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The last days of the American Empire

Posted on December 25th, 2010 in Government,History,Politics by Robert Miller

My guess is that most Americans have thought about the long-term future of our country, but immediately relegate the issue to the back burner of their brain because it seems too far away and too remote from today’s more pressing set of problems. Besides, isn’t someone else supposed to take care of these issues for us–the long-range planning stuff? Well historian Alfred McCoy has targeted his lens on the near future of America and does not see a very pretty outcome down the road in ten to twenty years. His projections paint a dire future for the American Empire: he suggests that we will lose our empire status sometime in the 2020s and projects that it will not be possible for America to keep her global empire abroad while facing destruction in our standard of living here at home: they are related to one another and always have been. We managed to live as we have so far, with erosion of our domestic standards and got away with it because no one was around to challenge us. But that has changed, especially in the last decade, with the rapid growth of the Asian economy, especially that of China.  McCoy has assembled a group of 130 scholars from four different continents whose mission is to evaluate how empires decline. In a timely way, they have collectively deliberated on the prospects for future continuity of the American Empire. One of the central questions they have addressed is whether the United States can continue the global hegemony we have maintained since WW II, as we face new realities here at home, including a decline in our standard of living, a need to rely increasingly on imported oil,  a sluggish economy, and an erosion in our standards of education, science and technology.

You can view a summary of the McCoy project at the University of Wisconsin (where McCoy is a history professor) Harvey Goldberg Center website. This effort has been defined as the “Empires in Transition Project”, which led to a publication last year “Colonial Crucible: Empire in the Making of the Modern American State (University of Wisconsin Press, 2009). McCoy has also written a recent summary of this work, “The Decline and Fall of the American Empire”, which can be viewed at the TomDispatch website. No matter what you may think of doomsday prophecies, you don’t want to miss McCoy’s article. It is a sobering view of the future we face, as the resources we used to rely on, such as the energetic inventive economic dynamism that served as the basis of our success after the Second World War has been dissipated to the point where we are increasingly less competitive in the world we still want to dominate. There is a huge mismatch in our will to dominate the world and the backing we have to match our intentions. McCoy’s article was written to alarm us about the future of our country and it undoubtedly achieves its objective. The projected scenarios for our future are partially based on an assessment by the National Intelligence Committee (see below; from the McCoy’s article):

Today, three main threats exist to America’s dominant position in the global economy: loss of economic clout thanks to a shrinking share of world trade, the decline of American technological innovation, and the end of the dollar’s privileged status as the global reserve currency.”

“By 2008, the United States had already fallen to number three in global merchandise exports, with just 11% of them compared to 12% for China and 16% for the European Union.  There is no reason to believe that this trend will reverse itself.”

“Similarly, American leadership in technological innovation is on the wane. In 2008, the U.S. was still number two behind Japan in worldwide patent applications with 232,000, but China was closing fast at 195,000, thanks to a blistering 400% increase since 2000.  A harbinger of further decline: in 2009 the U.S. hit rock bottom in ranking among the 40 nations surveyed by the Information Technology & Innovation Foundation when it came to “change” in “global innovation-based competitiveness” during the previous decade.  Adding substance to these statistics, in October China’s Defense Ministry unveiled the world’s fastest supercomputer, the Tianhe-1A, so powerful, said one U.S. expert, that it “blows away the existing No. 1 machine” in America.”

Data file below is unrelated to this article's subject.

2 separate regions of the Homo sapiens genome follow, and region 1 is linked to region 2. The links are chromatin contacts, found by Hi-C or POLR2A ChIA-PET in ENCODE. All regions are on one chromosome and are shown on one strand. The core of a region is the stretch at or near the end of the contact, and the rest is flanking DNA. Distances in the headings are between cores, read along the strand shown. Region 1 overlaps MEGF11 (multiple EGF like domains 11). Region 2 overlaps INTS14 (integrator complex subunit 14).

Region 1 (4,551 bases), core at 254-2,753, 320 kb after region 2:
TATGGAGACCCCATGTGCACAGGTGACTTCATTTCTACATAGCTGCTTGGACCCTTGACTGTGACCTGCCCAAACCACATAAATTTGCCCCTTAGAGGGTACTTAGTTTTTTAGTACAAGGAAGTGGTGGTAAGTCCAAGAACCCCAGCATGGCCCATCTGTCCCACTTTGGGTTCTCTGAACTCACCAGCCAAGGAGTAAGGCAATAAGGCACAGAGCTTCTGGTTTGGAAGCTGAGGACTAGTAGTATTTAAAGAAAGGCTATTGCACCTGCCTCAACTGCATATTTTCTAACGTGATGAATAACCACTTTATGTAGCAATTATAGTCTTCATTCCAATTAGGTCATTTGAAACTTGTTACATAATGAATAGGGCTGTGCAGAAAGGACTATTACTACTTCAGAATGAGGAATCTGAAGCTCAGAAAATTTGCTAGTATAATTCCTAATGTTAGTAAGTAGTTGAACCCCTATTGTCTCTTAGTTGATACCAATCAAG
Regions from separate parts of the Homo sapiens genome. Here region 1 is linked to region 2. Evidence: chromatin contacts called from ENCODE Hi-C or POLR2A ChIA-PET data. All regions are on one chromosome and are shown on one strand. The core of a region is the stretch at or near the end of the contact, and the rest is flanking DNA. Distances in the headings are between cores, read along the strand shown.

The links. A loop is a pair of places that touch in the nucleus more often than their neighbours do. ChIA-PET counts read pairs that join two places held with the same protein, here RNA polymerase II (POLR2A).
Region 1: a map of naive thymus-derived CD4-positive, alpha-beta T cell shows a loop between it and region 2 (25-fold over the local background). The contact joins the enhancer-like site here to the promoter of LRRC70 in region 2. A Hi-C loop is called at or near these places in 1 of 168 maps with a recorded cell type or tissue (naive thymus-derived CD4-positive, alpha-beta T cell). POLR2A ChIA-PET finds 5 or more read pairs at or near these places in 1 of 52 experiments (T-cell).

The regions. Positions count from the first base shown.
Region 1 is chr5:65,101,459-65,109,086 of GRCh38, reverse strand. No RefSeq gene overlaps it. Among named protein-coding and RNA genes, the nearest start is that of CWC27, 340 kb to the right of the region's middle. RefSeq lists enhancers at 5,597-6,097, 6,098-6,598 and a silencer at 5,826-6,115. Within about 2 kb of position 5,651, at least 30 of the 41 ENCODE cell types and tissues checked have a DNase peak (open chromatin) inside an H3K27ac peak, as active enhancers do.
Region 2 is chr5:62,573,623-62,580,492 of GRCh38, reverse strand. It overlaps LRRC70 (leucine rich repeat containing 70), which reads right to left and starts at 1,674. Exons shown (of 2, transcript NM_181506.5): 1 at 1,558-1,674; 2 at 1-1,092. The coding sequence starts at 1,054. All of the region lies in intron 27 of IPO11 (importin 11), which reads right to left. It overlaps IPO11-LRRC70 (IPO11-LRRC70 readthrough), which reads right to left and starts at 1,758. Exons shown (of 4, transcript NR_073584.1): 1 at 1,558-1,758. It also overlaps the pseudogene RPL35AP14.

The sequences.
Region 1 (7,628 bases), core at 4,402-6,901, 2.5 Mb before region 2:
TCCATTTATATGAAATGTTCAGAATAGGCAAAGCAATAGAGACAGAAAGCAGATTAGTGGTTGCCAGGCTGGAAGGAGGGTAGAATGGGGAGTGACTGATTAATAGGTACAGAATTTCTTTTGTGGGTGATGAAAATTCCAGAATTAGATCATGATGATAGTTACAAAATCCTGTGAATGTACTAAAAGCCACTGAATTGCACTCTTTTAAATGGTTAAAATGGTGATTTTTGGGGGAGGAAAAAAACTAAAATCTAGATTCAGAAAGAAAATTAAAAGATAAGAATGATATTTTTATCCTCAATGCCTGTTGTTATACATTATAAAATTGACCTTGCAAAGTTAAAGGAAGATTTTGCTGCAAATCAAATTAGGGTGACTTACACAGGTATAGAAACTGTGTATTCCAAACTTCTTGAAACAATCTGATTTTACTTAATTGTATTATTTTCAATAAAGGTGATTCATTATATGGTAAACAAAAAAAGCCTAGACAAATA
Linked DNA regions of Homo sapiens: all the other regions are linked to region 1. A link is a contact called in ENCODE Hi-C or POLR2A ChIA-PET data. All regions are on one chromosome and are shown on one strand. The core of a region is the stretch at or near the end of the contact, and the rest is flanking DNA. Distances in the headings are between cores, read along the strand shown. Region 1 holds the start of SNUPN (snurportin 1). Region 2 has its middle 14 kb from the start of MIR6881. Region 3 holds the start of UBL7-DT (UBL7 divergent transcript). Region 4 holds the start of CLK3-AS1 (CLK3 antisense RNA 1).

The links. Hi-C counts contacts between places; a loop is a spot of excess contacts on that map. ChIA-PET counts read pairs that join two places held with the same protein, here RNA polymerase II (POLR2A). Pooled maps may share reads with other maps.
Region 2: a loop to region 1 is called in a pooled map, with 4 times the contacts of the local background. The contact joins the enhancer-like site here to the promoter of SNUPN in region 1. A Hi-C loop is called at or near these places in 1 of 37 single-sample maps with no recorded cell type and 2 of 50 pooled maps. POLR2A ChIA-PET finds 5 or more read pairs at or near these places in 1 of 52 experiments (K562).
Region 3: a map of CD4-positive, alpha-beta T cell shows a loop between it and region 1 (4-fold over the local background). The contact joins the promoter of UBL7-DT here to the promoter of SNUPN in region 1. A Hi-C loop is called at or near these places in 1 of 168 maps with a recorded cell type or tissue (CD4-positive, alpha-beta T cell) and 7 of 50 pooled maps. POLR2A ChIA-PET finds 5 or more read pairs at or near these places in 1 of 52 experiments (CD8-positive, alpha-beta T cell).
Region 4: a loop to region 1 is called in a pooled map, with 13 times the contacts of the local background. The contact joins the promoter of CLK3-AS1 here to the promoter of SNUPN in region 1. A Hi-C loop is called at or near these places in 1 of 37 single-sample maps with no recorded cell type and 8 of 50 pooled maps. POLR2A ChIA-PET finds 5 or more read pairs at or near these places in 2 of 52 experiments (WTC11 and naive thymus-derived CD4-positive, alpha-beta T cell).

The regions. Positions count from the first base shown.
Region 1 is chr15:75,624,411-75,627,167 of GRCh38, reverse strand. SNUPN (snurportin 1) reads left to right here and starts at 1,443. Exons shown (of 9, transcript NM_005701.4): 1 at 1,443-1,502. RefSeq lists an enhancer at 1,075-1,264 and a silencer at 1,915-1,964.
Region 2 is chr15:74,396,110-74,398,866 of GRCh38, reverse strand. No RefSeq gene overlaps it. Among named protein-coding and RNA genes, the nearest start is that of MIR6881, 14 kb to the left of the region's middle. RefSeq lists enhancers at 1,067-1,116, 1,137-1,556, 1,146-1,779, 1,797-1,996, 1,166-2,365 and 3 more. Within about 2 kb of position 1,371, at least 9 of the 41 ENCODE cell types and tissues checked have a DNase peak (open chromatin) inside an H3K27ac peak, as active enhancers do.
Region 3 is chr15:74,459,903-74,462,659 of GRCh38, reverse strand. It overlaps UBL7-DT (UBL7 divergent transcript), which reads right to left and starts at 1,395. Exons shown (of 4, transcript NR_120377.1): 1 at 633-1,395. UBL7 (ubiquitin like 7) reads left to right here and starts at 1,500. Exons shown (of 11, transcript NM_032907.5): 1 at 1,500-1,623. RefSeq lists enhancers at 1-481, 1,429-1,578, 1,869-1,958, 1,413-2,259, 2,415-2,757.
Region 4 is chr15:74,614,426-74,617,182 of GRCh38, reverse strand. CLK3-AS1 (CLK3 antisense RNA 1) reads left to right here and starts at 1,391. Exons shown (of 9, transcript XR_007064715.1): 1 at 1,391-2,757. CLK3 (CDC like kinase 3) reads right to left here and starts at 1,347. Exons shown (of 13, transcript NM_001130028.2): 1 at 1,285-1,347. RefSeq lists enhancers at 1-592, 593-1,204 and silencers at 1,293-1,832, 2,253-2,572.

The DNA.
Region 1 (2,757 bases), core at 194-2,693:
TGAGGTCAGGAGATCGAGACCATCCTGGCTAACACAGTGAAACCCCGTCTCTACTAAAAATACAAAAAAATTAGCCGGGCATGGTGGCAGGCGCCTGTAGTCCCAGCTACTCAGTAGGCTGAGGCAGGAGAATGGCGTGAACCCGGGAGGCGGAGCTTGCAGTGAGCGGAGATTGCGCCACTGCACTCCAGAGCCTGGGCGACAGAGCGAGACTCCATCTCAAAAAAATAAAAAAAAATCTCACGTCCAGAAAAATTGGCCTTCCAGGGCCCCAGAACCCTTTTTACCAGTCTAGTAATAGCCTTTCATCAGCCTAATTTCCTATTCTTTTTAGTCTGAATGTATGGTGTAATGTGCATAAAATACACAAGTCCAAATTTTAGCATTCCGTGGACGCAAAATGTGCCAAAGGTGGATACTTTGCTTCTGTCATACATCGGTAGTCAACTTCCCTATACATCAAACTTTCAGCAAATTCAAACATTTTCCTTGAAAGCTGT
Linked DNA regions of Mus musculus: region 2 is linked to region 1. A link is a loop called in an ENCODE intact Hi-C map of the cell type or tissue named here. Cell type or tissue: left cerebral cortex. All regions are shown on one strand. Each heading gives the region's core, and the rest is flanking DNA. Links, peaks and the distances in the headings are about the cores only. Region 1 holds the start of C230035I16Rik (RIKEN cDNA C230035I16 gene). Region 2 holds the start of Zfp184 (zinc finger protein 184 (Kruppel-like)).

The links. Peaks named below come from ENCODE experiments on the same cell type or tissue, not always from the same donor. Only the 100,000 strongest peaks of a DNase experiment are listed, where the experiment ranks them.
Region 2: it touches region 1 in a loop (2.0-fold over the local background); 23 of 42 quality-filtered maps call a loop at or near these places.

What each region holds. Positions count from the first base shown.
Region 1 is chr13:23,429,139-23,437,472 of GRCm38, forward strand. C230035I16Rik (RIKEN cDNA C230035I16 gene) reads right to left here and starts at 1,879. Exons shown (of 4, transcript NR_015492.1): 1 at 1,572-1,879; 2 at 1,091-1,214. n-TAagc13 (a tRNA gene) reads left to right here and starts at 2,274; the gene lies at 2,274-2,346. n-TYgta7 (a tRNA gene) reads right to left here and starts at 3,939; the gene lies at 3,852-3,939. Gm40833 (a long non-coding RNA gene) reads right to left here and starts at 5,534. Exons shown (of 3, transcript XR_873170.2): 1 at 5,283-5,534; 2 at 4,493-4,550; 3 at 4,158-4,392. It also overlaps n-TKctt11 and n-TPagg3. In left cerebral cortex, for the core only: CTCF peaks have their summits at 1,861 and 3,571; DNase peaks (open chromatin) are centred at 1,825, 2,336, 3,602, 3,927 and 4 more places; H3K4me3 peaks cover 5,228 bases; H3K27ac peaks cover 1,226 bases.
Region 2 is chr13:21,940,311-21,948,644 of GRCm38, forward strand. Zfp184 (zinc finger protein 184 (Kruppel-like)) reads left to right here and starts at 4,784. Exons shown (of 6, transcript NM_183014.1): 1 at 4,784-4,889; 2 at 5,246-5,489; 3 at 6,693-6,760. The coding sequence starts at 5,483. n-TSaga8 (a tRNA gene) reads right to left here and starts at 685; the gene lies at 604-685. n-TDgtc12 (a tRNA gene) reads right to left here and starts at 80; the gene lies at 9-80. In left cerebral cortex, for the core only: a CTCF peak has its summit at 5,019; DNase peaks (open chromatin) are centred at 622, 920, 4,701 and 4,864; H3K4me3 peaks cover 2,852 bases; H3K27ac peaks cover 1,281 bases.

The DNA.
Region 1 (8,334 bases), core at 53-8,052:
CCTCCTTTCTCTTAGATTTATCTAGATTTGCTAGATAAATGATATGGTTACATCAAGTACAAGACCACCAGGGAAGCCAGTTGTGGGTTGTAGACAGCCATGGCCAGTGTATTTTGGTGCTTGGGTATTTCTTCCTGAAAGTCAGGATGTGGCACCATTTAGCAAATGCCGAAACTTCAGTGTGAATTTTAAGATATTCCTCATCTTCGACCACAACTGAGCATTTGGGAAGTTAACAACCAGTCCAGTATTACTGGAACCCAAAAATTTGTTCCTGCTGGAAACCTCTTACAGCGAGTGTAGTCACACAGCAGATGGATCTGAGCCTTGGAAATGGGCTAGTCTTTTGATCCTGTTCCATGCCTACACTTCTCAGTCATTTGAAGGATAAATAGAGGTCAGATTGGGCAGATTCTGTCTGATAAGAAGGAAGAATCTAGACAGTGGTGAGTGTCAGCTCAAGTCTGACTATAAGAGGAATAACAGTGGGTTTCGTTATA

If you thought that empires decay very slowly and that America will be given plenty of time for error correction to avoid the anticipated crash, McCoy’s message is this– think again! His point is that great empires are fragile entities and unravel very quickly (from the TomDispatch article):

So delicate is their ecology of power that, when things start to go truly bad, empires regularly unravel with unholy speed: just a year for Portugal, two years for the Soviet Union, eight years for France, 11 years for the Ottomans, 17 years for Great Britain, and, in all likelihood, 22 years for the United States, counting from the crucial year 2003.

McCoy suggests that future historians will mark 2003 as the beginning of the end of the American Empire; that was the year in which GW Bush hoodwinked the country into invading Iraq. He bookends the end of the American Empire taking place between 2020 and 2030, the projected decade in which the Chinese economy will become larger than that of the United States. In 2050, India’s economy is projected to overtake that of the U.S. But it is not the second place status of the American economy that puts the United States in jeopardy of empire decay according to McCoy. It is an over extension of power, too much debt and too little investment in supporting the strengths of a modern civilization, including education, science and technology. The disinvestment strategy we have had towards to elemental features of a thriving culture has us in line for a hard landing in our international relations and dominance.  The projected end however will be unlike that of Rome, which was sacked as its empire was destroyed and the city ravaged. The end of the American Empire is more likely to be through our economic decay and collapse from excessive debt, abandonment of the dollar as the international currency mark, accompanied by holding onto our military bases far too long; the actual projected ending has one of four possible outcomes, one of which includes the loss of a cyberwar with China, which we could lose because by then the Chinese will have better and faster computers and more sophisticated satellite capabilities, driven by better trained scientists and technologists. We are already weaponizing space where the next and last war may take place and be won or lost without a single life given up before victory is secured.